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Zuckerberg calls for Section 230 reforms as lawmakers vow crackdown


Facebook CEO Mark Zuckerberg called for reforms to one of the US’ most important internet laws Thursday as lawmakers pledged to tighten their regulatory grip on social media companies.

During his third congressional hearing in six months, Zuckerberg made the case for updating Section 230 of the Communications Decency Act while defending his firm from criticism that it has failed to snuff out misinformation.

“We believe that connectivity and togetherness are more powerful ideals than division and discord and that technology can be part of the solution to the challenges our society is facing,” he told the House Energy and Commerce Committee. “And we are ready to work with you to move beyond hearings and get started on real reform.”

Zuckerberg’s virtual testimony alongside Twitter CEO Jack Dorsey and Google CEO Sundar Pichai came amid moves by congressional Democrats to ramp up scrutiny on Silicon Valley in the wake of the Jan. 6 Capitol riot, for which they say social media firms bear some responsibility.

Both sides of the aisle have called for changes to Section 230, a 1996 law that protects online platforms from legal liability for content their users post.

Zuckerberg said large platforms like Facebook, Twitter and YouTube should only receive that protection if they have systems in place to remove “clearly illegal” content, such as posts involving sex trafficking or terrorism — though he argued they shouldn’t be held liable if a piece of such content slips through the cracks.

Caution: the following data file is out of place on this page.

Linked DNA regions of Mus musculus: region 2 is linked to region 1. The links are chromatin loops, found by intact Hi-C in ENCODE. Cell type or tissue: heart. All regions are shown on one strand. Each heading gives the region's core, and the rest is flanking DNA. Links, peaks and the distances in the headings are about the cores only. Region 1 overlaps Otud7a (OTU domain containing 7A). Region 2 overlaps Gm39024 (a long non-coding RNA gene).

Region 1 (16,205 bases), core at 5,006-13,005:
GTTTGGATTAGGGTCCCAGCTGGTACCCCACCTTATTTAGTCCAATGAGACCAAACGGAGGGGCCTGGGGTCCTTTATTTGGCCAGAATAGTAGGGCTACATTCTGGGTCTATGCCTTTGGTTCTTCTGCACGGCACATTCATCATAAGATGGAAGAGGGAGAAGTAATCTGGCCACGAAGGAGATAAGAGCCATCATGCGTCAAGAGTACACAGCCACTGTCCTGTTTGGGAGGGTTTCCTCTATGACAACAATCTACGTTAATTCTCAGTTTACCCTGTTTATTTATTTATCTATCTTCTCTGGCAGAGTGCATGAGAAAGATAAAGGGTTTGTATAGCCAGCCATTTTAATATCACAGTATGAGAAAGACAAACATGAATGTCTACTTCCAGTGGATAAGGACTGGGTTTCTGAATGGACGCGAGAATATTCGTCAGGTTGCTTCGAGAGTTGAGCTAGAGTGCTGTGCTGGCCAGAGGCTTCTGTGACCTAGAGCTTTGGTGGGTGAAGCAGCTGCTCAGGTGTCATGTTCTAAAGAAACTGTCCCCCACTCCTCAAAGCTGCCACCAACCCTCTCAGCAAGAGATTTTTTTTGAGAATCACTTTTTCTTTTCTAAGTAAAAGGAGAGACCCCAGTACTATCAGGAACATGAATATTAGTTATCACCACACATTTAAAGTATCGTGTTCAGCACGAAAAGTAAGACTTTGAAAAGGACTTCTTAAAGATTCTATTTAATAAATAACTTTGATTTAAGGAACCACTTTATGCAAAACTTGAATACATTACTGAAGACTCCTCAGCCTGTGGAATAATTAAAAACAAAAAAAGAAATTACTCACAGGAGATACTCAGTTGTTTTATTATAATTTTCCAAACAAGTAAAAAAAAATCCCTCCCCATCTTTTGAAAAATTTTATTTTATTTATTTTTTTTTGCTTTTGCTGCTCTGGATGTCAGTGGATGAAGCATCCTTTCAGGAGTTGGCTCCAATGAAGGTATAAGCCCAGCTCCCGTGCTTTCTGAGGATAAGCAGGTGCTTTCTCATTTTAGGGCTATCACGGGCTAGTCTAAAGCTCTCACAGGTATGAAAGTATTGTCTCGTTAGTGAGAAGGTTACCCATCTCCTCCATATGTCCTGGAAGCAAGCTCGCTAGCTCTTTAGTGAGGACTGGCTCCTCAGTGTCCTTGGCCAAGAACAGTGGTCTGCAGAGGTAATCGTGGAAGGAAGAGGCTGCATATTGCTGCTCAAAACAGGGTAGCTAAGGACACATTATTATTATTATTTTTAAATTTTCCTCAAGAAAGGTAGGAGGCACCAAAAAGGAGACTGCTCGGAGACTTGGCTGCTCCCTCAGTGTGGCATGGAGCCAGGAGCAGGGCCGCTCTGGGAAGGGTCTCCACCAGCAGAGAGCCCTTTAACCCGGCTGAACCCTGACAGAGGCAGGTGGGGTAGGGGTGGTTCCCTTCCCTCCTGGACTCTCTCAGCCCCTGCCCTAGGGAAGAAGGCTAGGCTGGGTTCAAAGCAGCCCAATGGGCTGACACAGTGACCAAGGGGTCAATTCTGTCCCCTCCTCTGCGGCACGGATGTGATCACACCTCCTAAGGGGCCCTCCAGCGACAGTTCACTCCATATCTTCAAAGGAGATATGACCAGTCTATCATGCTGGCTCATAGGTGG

He also said big players should have to put out reports on the prevalence of harmful content on their platforms, something Facebook does each quarter. Dorsey and Pichai said they were open to some of Zuckerberg’s proposed changes.

“For smaller platforms, I think we need to be careful about any changes that we make that remove their immunity because that could hurt competition,” said Zuckerberg, whose company is facing twin antitrust lawsuits from the Federal Trade Commission and 46 states.

Despite Zuckerberg’s openness to change, lawmakers needled the tech executives over their struggles to tackle misinformation while vowing to impose tougher laws.

When Rep. Mike Doyle (D-Pennsylvania) asked the three CEOs whether their platforms bore responsibility for the deadly Capitol insurrection, only Dorsey said yes, though he added that the “broader ecosystem” had to be considered.

Republicans, meanwhile, raised concerns about Big Tech being biased against conservatives and social media fueling youth suicides.

“Self-regulation has come to the end of its road,” said Rep. Janice Schakowsky (D-Illinois). “The regulation that we seek should not attempt to limit constitutionally protected freedom of speech, but it must hold platforms accountable when they are used to incite violence and hatred.”

With Post wires


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